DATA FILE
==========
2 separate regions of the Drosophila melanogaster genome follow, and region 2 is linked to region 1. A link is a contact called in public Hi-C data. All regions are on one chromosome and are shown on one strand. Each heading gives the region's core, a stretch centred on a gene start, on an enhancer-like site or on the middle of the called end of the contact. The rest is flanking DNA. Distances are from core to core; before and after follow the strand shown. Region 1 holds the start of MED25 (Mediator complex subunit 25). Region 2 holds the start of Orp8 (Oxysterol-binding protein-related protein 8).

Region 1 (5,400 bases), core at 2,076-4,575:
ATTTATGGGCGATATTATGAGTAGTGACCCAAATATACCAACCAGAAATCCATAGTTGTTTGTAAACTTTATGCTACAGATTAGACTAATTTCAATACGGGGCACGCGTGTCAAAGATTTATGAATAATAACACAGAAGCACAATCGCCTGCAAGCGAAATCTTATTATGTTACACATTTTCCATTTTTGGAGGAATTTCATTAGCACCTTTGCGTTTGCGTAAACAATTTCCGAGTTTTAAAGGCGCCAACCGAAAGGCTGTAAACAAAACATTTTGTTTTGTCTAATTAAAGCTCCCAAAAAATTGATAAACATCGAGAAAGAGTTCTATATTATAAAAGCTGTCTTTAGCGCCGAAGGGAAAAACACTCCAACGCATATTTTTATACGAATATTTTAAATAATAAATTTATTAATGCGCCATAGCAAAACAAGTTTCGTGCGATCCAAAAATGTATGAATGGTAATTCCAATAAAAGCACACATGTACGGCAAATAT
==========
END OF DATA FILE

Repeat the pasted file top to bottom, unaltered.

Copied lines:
2 separate regions of the Drosophila melanogaster genome follow, and region 2 is linked to region 1. A link is a contact called in public Hi-C data. All regions are on one chromosome and are shown on one strand. Each heading gives the region's core, a stretch centred on a gene start, on an enhancer-like site or on the middle of the called end of the contact. The rest is flanking DNA. Distances are from core to core; before and after follow the strand shown. Region 1 holds the start of MED25 (Mediator complex subunit 25). Region 2 holds the start of Orp8 (Oxysterol-binding protein-related protein 8).

Region 1 (5,400 bases), core at 2,076-4,575:
ATTTATGGGCGATATTATGAGTAGTGACCCAAATATACCAACCAGAAATCCATAGTTGTTTGTAAACTTTATGCTACAGATTAGACTAATTTCAATACGGGGCACGCGTGTCAAAGATTTATGAATAATAACACAGAAGCACAATCGCCTGCAAGCGAAATCTTATTATGTTACACATTTTCCATTTTTGGAGGAATTTCATTAGCACCTTTGCGTTTGCGTAAACAATTTCCGAGTTTTAAAGGCGCCAACCGAAAGGCTGTAAACAAAACATTTTGTTTTGTCTAATTAAAGCTCCCAAAAAATTGATAAACATCGAGAAAGAGTTCTATATTATAAAAGCTGTCTTTAGCGCCGAAGGGAAAAACACTCCAACGCATATTTTTATACGAATATTTTAAATAATAAATTTATTAATGCGCCATAGCAAAACAAGTTTCGTGCGATCCAAAAATGTATGAATGGTAATTCCAATAAAAGCACACATGTACGGCAAATAT